The chapters featuring Catherine’s torment and determination to keep her past a secret are alternated with those of a retired teacher, a lonely widower whose voice seethes with resentment and a desire for revenge.
Everything in Catherine’s world appears to be perfect: she’s an award winning documentary maker, she has a great husband and they’ve just moved into a new home together. They also have a son who has a job in a shop and who has recently left home for the first time to live independently.
But all is not as it appears. There are undercurrents of tension within the marriage and Catherine’s has a rocky relationship with her son. These are brought to the fore as she tries to discover who wrote the novel and why they are so determined to wreck her carefully constructed life.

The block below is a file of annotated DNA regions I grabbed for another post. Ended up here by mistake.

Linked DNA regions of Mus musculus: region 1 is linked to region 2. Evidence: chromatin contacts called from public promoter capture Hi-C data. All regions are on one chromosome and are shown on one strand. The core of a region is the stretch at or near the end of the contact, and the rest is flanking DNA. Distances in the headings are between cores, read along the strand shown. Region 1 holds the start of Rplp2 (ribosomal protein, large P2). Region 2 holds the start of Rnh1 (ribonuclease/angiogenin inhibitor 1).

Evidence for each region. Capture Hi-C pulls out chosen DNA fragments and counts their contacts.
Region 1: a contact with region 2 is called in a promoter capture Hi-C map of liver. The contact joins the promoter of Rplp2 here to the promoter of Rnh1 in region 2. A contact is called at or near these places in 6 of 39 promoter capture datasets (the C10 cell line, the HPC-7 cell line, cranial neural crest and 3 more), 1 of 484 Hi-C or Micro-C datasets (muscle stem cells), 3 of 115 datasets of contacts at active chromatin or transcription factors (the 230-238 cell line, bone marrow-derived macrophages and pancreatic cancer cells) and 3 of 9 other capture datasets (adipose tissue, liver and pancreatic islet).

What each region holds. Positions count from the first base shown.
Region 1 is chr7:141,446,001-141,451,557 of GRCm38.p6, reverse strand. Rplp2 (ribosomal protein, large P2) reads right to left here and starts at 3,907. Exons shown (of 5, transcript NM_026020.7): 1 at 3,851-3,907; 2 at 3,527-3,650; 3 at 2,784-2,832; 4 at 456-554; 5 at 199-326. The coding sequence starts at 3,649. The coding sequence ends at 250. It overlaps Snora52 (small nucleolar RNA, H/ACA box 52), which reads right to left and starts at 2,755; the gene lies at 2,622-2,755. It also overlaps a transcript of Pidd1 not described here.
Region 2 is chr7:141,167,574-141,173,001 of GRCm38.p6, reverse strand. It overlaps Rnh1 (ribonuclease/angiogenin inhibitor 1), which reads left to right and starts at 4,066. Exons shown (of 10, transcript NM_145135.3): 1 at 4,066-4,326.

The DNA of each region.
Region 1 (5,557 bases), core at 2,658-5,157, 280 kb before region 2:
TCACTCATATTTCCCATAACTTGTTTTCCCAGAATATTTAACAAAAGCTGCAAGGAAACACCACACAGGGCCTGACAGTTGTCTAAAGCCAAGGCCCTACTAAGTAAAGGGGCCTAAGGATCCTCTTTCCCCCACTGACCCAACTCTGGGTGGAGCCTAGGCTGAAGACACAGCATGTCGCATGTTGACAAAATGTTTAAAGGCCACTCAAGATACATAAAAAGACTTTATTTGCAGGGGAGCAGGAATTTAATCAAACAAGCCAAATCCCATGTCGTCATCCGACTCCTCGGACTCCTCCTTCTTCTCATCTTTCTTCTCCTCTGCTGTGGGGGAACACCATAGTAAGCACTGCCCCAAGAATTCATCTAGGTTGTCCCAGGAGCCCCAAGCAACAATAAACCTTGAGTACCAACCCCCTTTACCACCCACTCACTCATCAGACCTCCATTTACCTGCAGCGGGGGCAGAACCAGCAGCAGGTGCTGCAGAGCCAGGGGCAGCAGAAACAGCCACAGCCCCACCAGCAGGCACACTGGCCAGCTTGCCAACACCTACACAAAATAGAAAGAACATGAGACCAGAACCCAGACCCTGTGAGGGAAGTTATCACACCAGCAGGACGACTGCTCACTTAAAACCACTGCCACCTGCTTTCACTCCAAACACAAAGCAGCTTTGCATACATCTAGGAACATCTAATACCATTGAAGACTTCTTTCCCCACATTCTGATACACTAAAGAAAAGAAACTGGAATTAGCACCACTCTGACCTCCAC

However, the resentful widower is determined that the truth should come out, as he has lost so much while Catherine appears to have everything.
Both characters exhibit dislikable characteristics but for very different reasons, as Knight twists the plot around the perception of the term ‘disclaimer’ in relation to human behaviour.
A disclaimer is a statement that denies something, especially responsibility, and that’s why this novel is so brilliant. Everyone in it makes a disclaimer: some because they have taken a situation at face value, some because of a need to protect and others because they don’t want to face the truth, because to face the truth would mean they would have to take responsibility for their actions.
Disclaimer is one of those novels that will make you think for days after you’ve turned the last page. This gripping and well conceived novel put me through an emotional wringer. I was in tears by end as every character finally understood what they were and weren’t responsible for, and what it had cost them.
Disclaimer is published by Transworld. With thanks to NetGalley and Transworld for the review copy.